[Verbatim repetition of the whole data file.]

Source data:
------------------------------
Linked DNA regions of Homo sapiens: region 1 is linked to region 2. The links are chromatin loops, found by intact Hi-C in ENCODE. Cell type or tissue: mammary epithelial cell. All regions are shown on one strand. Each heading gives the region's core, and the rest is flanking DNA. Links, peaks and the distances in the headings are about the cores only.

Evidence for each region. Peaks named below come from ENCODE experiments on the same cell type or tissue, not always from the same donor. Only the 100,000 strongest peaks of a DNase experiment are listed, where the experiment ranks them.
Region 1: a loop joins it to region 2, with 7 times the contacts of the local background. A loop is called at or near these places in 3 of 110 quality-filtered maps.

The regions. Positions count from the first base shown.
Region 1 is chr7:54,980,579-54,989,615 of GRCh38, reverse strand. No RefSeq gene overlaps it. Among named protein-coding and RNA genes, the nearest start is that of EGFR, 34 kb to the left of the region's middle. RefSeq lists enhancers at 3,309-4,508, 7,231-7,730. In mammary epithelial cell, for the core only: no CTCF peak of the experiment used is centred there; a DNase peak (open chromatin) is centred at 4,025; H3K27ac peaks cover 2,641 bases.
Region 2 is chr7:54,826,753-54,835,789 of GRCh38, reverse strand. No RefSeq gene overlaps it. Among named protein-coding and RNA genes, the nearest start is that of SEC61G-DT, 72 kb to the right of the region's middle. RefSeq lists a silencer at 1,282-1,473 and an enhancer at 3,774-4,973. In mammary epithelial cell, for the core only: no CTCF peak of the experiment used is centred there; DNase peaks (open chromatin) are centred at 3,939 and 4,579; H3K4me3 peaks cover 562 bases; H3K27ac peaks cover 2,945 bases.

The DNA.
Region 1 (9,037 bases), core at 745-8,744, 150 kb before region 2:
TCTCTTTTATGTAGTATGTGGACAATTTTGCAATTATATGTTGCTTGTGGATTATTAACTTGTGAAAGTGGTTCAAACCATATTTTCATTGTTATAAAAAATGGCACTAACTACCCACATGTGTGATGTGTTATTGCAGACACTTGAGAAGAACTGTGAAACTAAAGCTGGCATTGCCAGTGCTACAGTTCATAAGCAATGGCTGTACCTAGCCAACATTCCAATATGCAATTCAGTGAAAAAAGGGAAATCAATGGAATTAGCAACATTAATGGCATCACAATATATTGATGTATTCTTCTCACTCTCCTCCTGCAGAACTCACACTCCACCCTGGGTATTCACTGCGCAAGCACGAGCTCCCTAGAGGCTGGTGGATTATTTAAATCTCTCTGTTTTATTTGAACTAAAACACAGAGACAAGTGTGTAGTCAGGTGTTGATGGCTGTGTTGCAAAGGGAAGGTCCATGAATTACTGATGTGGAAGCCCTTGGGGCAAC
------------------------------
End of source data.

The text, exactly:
Linked DNA regions of Homo sapiens: region 1 is linked to region 2. The links are chromatin loops, found by intact Hi-C in ENCODE. Cell type or tissue: mammary epithelial cell. All regions are shown on one strand. Each heading gives the region's core, and the rest is flanking DNA. Links, peaks and the distances in the headings are about the cores only.

Evidence for each region. Peaks named below come from ENCODE experiments on the same cell type or tissue, not always from the same donor. Only the 100,000 strongest peaks of a DNase experiment are listed, where the experiment ranks them.
Region 1: a loop joins it to region 2, with 7 times the contacts of the local background. A loop is called at or near these places in 3 of 110 quality-filtered maps.

The regions. Positions count from the first base shown.
Region 1 is chr7:54,980,579-54,989,615 of GRCh38, reverse strand. No RefSeq gene overlaps it. Among named protein-coding and RNA genes, the nearest start is that of EGFR, 34 kb to the left of the region's middle. RefSeq lists enhancers at 3,309-4,508, 7,231-7,730. In mammary epithelial cell, for the core only: no CTCF peak of the experiment used is centred there; a DNase peak (open chromatin) is centred at 4,025; H3K27ac peaks cover 2,641 bases.
Region 2 is chr7:54,826,753-54,835,789 of GRCh38, reverse strand. No RefSeq gene overlaps it. Among named protein-coding and RNA genes, the nearest start is that of SEC61G-DT, 72 kb to the right of the region's middle. RefSeq lists a silencer at 1,282-1,473 and an enhancer at 3,774-4,973. In mammary epithelial cell, for the core only: no CTCF peak of the experiment used is centred there; DNase peaks (open chromatin) are centred at 3,939 and 4,579; H3K4me3 peaks cover 562 bases; H3K27ac peaks cover 2,945 bases.

The DNA.
Region 1 (9,037 bases), core at 745-8,744, 150 kb before region 2:
TCTCTTTTATGTAGTATGTGGACAATTTTGCAATTATATGTTGCTTGTGGATTATTAACTTGTGAAAGTGGTTCAAACCATATTTTCATTGTTATAAAAAATGGCACTAACTACCCACATGTGTGATGTGTTATTGCAGACACTTGAGAAGAACTGTGAAACTAAAGCTGGCATTGCCAGTGCTACAGTTCATAAGCAATGGCTGTACCTAGCCAACATTCCAATATGCAATTCAGTGAAAAAAGGGAAATCAATGGAATTAGCAACATTAATGGCATCACAATATATTGATGTATTCTTCTCACTCTCCTCCTGCAGAACTCACACTCCACCCTGGGTATTCACTGCGCAAGCACGAGCTCCCTAGAGGCTGGTGGATTATTTAAATCTCTCTGTTTTATTTGAACTAAAACACAGAGACAAGTGTGTAGTCAGGTGTTGATGGCTGTGTTGCAAAGGGAAGGTCCATGAATTACTGATGTGGAAGCCCTTGGGGCAAC